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Austin-Travis County EMS warns of falls and hypothermia after hundreds of calls

The Austin Fire Department also warned about fires started around fireplaces and CO poisoning from charcoal.

AUSTIN, Texas — Austin-Travis County EMS is asking the public to be wary amid dangerous weather conditions as the area awoke to single-digit temperatures and inches of ice and snow Monday morning.

"Falls on hard, ice-covered surfaces can be serious and even deadly," ATCEMS said Sunday. "Our responders are having extreme difficulties responding safely or even at all due to the current road conditions. PLEASE stay off icy areas!"

ATCEMS said it had responded to 850 more calls on Monday, from midnight to 3:45 p.m. p.m. Officials told KVUE the highest call volumes for Monday were for exposure and fall categories.

RELATED: Winter Storm Warnings for Central Texas, major winter storm now in progress

"With frigid temperatures, hypothermia and frostbite is a real possibility here – careful with the kids too … stresses for safety for today moving forward into today," ATCEMS said.

Medics also gave an update on Sunday's totals, which are listed below:

  • 12 a.m. to 11:30 a.m. – 738 calls for services
    • 17 exposure calls
    • 44 traffic injuries, nine of which were rollovers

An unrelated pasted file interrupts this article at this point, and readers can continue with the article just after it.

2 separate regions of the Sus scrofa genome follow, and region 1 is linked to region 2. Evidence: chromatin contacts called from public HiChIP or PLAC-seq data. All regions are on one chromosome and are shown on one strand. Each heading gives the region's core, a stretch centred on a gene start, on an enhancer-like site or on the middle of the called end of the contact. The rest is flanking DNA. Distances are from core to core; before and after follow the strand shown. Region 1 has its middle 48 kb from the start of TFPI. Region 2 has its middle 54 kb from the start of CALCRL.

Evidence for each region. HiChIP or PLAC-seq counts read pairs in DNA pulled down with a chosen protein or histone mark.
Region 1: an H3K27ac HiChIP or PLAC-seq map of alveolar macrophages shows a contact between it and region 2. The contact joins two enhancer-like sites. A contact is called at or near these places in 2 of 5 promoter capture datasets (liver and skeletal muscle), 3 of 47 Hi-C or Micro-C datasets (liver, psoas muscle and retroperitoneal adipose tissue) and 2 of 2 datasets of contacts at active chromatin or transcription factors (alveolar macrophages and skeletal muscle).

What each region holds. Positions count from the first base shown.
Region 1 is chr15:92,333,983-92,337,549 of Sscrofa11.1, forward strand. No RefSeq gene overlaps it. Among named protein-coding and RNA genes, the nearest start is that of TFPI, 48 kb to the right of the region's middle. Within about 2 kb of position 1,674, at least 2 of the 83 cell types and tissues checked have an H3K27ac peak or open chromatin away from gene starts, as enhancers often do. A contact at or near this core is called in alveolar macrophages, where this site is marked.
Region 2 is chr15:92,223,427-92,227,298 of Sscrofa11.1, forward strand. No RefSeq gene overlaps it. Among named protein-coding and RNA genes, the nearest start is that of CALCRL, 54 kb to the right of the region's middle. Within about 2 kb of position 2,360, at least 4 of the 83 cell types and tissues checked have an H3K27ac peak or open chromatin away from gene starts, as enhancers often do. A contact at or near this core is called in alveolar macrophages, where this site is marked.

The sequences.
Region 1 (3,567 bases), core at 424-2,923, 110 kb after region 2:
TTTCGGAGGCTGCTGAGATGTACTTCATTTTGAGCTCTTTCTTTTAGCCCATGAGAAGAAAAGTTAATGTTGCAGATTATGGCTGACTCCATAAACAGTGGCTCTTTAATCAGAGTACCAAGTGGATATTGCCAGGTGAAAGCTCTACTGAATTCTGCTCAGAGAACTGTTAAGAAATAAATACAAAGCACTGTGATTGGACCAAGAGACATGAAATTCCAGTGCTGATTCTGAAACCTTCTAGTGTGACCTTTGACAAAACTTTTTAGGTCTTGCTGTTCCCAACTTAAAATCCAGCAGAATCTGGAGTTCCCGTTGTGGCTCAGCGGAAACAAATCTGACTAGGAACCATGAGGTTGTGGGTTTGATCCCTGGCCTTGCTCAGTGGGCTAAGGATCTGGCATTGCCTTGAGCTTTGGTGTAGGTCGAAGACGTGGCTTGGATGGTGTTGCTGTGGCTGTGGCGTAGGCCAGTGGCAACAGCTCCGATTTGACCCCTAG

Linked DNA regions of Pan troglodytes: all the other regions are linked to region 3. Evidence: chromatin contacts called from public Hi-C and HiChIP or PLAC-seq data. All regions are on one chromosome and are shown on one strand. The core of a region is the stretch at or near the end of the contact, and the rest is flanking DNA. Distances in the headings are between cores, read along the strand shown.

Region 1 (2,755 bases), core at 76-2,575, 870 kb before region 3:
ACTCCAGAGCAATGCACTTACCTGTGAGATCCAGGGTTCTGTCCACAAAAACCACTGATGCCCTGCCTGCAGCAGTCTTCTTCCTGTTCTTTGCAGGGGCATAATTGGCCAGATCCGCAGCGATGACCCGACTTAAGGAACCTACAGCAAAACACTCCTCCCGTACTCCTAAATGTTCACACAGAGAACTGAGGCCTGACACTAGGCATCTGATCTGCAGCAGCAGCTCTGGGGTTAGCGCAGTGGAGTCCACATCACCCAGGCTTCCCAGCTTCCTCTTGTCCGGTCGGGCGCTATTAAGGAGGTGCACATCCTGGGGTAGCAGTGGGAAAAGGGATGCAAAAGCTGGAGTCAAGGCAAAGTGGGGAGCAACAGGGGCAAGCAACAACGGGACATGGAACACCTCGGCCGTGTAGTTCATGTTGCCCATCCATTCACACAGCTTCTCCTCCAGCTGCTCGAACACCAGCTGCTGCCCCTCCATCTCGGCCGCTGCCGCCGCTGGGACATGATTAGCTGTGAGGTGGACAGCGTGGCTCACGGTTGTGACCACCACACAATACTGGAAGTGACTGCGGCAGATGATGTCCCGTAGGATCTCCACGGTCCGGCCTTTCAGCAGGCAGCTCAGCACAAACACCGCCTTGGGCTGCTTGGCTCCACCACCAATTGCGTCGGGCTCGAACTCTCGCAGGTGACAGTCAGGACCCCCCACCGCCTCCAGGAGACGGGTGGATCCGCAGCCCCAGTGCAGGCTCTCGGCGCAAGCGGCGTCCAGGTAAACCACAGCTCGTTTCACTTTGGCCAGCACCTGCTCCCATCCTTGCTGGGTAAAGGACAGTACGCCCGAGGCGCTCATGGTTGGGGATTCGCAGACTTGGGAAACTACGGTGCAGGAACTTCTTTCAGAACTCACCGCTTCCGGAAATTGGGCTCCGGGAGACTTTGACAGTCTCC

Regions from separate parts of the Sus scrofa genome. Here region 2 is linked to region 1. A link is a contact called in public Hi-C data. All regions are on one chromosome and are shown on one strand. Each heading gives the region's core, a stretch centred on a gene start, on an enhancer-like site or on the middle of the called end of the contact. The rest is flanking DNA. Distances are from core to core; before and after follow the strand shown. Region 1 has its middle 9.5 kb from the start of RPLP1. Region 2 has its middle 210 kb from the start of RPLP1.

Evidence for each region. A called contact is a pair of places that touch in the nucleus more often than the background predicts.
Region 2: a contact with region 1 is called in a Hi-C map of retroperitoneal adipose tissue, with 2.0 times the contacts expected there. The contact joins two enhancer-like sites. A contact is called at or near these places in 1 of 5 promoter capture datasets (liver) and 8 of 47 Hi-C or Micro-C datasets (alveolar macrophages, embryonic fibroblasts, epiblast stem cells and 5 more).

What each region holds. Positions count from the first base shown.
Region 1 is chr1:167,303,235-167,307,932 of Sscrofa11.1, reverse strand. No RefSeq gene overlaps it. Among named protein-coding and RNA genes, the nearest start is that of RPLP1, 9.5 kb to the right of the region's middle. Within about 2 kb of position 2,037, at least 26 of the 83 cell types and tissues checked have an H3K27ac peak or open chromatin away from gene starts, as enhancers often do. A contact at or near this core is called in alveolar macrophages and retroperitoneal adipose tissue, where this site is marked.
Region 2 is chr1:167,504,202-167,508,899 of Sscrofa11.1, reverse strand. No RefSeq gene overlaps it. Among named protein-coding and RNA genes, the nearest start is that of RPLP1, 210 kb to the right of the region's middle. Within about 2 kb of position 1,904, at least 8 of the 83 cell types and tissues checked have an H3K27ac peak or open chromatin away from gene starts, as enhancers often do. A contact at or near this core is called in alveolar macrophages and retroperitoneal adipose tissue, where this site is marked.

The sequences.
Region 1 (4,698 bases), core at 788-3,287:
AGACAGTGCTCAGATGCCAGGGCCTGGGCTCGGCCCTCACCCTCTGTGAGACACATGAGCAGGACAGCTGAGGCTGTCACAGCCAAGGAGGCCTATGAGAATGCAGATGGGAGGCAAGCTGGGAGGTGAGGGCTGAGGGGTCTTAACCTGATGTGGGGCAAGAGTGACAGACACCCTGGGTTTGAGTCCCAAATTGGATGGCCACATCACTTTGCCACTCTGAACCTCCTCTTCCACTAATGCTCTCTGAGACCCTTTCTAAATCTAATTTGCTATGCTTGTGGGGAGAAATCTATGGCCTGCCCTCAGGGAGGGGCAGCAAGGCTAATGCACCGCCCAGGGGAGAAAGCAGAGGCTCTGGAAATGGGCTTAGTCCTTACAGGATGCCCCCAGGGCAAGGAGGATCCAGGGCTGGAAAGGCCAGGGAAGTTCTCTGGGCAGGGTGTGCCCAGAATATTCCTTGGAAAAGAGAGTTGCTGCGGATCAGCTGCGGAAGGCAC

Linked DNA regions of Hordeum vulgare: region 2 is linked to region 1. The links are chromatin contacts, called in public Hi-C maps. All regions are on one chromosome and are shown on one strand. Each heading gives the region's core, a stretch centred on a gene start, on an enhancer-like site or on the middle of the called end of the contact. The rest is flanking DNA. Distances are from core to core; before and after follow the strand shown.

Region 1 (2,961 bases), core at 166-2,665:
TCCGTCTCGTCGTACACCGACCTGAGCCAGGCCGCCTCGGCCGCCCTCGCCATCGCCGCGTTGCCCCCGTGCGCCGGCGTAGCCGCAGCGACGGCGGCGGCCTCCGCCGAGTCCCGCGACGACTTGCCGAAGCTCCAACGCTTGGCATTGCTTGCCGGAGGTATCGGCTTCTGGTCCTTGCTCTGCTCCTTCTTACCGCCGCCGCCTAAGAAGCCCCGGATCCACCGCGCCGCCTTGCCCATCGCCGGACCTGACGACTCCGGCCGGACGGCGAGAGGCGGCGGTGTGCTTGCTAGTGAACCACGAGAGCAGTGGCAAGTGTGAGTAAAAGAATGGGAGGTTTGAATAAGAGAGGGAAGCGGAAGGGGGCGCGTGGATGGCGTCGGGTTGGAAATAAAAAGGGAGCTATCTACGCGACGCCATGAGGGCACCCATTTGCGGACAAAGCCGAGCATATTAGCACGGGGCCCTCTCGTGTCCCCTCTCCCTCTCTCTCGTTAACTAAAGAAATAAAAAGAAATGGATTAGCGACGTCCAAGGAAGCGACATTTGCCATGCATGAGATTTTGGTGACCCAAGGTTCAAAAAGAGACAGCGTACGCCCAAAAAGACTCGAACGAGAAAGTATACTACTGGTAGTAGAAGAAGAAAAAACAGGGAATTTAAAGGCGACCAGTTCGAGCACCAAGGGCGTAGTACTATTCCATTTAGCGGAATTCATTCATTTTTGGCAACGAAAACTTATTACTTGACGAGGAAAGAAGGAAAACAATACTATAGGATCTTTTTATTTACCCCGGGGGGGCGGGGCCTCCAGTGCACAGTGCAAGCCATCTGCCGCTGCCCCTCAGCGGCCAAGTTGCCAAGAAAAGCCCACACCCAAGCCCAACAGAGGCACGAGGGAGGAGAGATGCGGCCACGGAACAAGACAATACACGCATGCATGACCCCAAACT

• 50 ice-related falls

Meanwhile, the Austin Fire Department answered or dispatched more than 1,900 911 calls for service across Austin and Travis County from midnight on Sunday through 4:30 p.m. on Monday. Those included 10 collisions/rescues, three wire callouts, 50 public assistance callouts, 180 alarm activations, eight fires and 270 broken water pipes. 

AFD also responded to three working structure fires on Tuesday that were all related to fires starting around the fireplace. A fire at 6607 Brodie Lane displaced 20 apartments.

AFD and ATCEMS said they responded to four toxic exposure calls where residents were using charcoal in the home to stay warm, which is extremely dangerous and can quickly lead to death from carbon monoxide poisoning.

ATCEMS suggests anyone with a respiratory to stay indoors, as the cold air can be dangerous.

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